The FDIC started to do its job immediately after it seized Silicon Valley Bank (SVB). The regulator transferred all SVB deposits and assets into a new “bridge bank” to protect depositors of the failed lender. On Monday morning, March 27, the FDIC announced that First Citizens BancShares will buy SVB’s deposits and loans, just over two weeks after the biggest US banking collapse since the global financial crisis.
The FDIC estimated that SVB’s failure will cost its Deposit Insurance Fund (DIF) around $20 billion, with the exact amount to be determined once the receivership is terminated. The DIF had a balance of $128.2 billion at the end of last year (chart).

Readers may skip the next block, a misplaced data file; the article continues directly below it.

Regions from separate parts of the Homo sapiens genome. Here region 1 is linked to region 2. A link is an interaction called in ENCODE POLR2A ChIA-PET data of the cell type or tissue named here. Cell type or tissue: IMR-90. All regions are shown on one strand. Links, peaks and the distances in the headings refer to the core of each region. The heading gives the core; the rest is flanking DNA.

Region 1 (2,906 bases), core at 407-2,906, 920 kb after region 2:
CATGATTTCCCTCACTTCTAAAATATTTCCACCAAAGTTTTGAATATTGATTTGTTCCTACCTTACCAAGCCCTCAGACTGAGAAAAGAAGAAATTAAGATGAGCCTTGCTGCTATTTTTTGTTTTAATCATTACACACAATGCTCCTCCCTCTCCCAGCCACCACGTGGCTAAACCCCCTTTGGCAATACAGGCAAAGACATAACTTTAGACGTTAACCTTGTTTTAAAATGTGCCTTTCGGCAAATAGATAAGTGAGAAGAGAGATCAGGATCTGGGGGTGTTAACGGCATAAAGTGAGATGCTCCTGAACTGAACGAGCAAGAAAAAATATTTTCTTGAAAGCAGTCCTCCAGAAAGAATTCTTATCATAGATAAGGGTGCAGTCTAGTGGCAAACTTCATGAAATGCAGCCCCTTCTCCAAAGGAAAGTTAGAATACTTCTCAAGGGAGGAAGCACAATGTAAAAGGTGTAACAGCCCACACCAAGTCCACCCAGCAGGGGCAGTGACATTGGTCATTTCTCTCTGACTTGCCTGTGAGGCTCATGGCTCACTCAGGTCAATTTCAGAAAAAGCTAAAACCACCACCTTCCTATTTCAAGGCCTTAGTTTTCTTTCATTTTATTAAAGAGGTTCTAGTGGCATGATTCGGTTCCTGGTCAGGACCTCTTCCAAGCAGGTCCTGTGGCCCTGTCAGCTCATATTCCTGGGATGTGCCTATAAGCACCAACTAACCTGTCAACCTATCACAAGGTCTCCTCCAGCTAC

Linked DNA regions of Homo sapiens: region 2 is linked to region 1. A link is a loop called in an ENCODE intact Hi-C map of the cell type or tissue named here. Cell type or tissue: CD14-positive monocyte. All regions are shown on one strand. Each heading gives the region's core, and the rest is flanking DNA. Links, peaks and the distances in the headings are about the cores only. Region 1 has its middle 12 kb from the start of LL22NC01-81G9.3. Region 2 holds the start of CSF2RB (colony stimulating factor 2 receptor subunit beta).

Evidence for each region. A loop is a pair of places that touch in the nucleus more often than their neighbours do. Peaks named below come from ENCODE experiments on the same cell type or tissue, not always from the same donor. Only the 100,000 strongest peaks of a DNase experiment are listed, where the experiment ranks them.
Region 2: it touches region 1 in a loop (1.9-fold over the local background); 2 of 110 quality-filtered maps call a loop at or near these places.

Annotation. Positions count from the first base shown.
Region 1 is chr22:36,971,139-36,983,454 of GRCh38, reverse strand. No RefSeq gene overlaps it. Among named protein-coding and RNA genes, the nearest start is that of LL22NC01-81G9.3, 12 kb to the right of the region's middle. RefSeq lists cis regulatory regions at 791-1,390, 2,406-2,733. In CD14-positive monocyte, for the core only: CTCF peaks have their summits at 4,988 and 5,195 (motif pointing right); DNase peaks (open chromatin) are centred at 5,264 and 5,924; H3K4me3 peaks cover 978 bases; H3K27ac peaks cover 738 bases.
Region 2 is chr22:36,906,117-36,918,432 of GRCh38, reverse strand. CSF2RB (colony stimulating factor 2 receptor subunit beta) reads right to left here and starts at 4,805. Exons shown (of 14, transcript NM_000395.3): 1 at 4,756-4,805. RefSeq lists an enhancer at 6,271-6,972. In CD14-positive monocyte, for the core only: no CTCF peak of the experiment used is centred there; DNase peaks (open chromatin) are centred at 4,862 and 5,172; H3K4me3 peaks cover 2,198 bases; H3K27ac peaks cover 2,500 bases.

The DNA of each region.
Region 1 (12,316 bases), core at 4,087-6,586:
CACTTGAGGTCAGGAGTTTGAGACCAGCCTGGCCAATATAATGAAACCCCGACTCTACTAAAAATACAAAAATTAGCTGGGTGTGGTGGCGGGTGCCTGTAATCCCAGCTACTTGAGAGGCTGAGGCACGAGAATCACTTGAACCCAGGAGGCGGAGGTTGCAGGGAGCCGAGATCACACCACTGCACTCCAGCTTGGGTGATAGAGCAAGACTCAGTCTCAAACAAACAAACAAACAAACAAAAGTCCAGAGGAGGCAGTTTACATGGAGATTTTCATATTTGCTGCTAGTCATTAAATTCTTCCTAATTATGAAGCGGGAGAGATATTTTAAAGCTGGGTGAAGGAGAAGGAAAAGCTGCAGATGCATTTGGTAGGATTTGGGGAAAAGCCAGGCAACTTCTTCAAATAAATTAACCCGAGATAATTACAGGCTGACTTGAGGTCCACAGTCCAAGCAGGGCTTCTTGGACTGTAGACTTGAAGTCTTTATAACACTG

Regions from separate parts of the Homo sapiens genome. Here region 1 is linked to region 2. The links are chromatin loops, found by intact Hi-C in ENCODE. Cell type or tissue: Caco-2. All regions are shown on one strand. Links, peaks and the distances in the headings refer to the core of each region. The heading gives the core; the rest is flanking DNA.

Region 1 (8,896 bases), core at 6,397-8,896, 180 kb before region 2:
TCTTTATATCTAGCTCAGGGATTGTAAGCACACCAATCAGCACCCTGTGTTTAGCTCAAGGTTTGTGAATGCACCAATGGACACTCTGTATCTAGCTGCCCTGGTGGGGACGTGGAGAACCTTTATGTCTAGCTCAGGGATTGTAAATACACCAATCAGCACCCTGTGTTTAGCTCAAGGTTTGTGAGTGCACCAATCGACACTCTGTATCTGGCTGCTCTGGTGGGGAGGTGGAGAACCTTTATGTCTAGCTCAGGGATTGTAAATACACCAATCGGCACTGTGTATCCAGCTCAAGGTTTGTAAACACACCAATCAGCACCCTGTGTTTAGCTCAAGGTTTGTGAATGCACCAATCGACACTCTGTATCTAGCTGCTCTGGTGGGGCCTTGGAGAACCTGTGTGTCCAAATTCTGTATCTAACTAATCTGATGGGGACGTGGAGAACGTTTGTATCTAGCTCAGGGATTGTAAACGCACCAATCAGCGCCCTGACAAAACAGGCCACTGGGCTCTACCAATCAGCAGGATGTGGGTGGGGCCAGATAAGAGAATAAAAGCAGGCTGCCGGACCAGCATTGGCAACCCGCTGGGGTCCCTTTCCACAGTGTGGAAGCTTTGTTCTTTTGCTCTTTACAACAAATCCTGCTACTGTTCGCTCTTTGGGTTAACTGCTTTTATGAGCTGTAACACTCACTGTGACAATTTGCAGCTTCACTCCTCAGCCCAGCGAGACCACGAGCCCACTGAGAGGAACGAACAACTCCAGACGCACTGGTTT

There could be more mergers and acquisitions among the regional banks. To avert disintermediation, they will have to raise their deposit rates, which will squeeze their profitability. That could force many of them to consolidate to lower their costs.